Nature is anything but simple. This emerging virus was like a bat crossing the sky at evening. Just when you thought you saw it flicker through your field of view, it was gone.
Richard Preston’s 1994 bestseller about the origins of Ebolavirus and early outbreaks, The Hot Zone, has been criticized for inaccurately depicting Ebola’s symptoms and overemphasizing the gruesome and grotesque. Specifically, this has included claims of blowing symptoms out of proportion for shock value, overuse of the word “liquefy” to describe effects to internal organs, and too much emphasis on hemorrhaging blood. Hmm.
Preston doesn’t specify that only around 20% of sufferers exhibit such extreme symptoms, and in reading the book alone you’d definitely have the impression that the extreme experiences of the pseudonymous Charles Monet and a Belgian nun whose hospital room was so blood-spattered after her death that staff could only close the door and leave it, are the norm. They’re not, but they’re not entirely fiction, either.
And this book did motivate many people to learn something about the virus, or even to pursue work in epidemiology and infectious disease research, as the scientist in the interview linked above notes. Maybe it did stoke fears more intensely than necessary – I still remember being morbidly fascinated by this book when I was a kid and it first came out, but was too terrified to read it (“preternatural phenomenon”, also from that scientist’s interview, is exactly the impression I had).
But with the outbreaks in recent years in West Africa and the Congo and ensuing prevalence in news stories and global health topics, I wanted to know more about its origin and some background about how it operates, replicates – even all the gory details. Plus this book is being adapted into a six-part National Geographic miniseries at the end of this month.
I’m sure the book has its flaws and inaccuracies in describing some symptoms and effects of the virus. But I learned from it exactly what I wanted to – what’s known of the origins of Ebola and related viruses, like Marburg, and the background of some of the early outbreaks in humans that have been identified. And it’s so readable and intense, paced like a thriller and hard to put down. I didn’t expect it to be so engaging and well written.
And actually, if anything, I found some of it reassuring. Ebola isn’t airborne, though there’s still some uncertainty around whether certain strains can become so via water particles (but this holds true for plenty of viruses). You have to come in direct contact with infected fluids. That means flying on a plane with someone who’s ill or most of the other alarmist scenarios that the media becomes hysterical over – as in 2014 when the largest outbreak since 1976 began in West Africa – generally aren’t enough to transmit it.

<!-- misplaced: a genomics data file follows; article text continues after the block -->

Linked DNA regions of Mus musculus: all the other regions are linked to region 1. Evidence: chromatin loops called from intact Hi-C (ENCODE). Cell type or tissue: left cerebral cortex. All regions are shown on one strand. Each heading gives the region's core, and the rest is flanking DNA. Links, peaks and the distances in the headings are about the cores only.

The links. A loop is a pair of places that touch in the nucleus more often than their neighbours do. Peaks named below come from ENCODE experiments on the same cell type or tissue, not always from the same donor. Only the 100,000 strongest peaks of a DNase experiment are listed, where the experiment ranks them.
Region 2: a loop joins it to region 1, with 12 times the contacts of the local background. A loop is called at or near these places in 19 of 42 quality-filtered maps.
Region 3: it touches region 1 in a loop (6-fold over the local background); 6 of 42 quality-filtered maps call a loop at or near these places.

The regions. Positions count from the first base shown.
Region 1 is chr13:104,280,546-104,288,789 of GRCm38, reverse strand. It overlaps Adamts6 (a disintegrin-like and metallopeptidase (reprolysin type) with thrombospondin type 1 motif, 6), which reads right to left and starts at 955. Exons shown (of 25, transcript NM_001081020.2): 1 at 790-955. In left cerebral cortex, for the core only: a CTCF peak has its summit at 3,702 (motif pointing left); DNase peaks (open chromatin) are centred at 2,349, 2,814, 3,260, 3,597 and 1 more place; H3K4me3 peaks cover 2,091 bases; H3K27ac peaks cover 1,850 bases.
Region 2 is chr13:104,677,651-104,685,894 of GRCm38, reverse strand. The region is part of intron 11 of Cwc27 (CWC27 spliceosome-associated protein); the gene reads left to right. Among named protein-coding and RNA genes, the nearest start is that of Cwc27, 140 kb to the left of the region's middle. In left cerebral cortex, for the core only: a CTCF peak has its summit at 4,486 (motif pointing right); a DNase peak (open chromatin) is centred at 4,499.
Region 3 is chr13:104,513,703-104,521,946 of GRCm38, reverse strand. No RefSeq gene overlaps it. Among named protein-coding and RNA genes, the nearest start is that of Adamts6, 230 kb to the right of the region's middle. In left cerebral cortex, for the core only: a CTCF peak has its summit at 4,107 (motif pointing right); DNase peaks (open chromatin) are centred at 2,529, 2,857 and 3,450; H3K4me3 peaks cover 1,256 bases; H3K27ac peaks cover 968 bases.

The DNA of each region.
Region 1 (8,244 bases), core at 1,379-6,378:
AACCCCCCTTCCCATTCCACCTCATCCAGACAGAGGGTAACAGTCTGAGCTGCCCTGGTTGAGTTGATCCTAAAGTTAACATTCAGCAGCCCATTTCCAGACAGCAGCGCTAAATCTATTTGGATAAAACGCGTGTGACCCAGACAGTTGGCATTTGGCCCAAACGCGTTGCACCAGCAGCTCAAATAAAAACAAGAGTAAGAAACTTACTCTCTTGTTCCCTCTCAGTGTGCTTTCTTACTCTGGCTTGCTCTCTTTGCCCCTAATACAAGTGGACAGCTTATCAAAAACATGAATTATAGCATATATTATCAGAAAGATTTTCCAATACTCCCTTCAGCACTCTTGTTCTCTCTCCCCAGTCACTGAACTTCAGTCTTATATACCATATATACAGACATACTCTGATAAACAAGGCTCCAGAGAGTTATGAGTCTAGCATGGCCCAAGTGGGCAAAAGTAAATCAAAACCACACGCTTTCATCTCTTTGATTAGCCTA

The book begins with the story of Charles Monet (he being a kind of patient zero) acquiring the Marburg virus at Kitum Cave on Mount Elgon in Kenya (a bat cave!), the stages of his swiftly worsening illness and unusual death, spreading a secondary infection to a doctor in the course of it.
Most of the book’s second half focuses on a play by play of an outbreak of a previously unrecognized strain, Reston virus, named for its discovery in Reston, Virginia in a “monkey house,” a primate research facility. When the virus is first tentatively identified, the Army pathology specialists are unsure what exactly it is, and if it can be transmitted to humans. It’s told mostly through the lens of Nancy Jaax, a veterinary pathologist working at the facility to establish a protocol for dealing with and containing this highly lethal virus, and figuring out what it is in the first place. The tension is heightened by the monkey house’s location just outside Washington DC, and the menacing implications their failure could have.
They did not care to do research on Ebola because they did not want Ebola to do research on them.
Even decades after this book was written, Ebola research remains in its infancy, which makes for an interesting scientific perspective in the narrative told here. There’s a lot of trial and error, figuring things out as they happen, and once the the deadliness of the virus group is understood, it’s pulse-pounding to follow along with the process of handling it. This section around the Reston monkey house and Jaax’s work is the most thriller-like, immersing in the lives of the people who worked on testing and identifying the strain with very little background of what they were dealing with and a harrowing, secretive atmosphere surrounding it.
The whole book is packed with detail but compulsively readable. Although it may verge on the sensational in points, it does present a good picture to gain an understanding of the origins and some significant historical events in Ebola’s relatively young timeline. 4.25/5
The Hot Zone:
The Terrifying True Story of the Origins of the Ebola Virus
by Richard Preston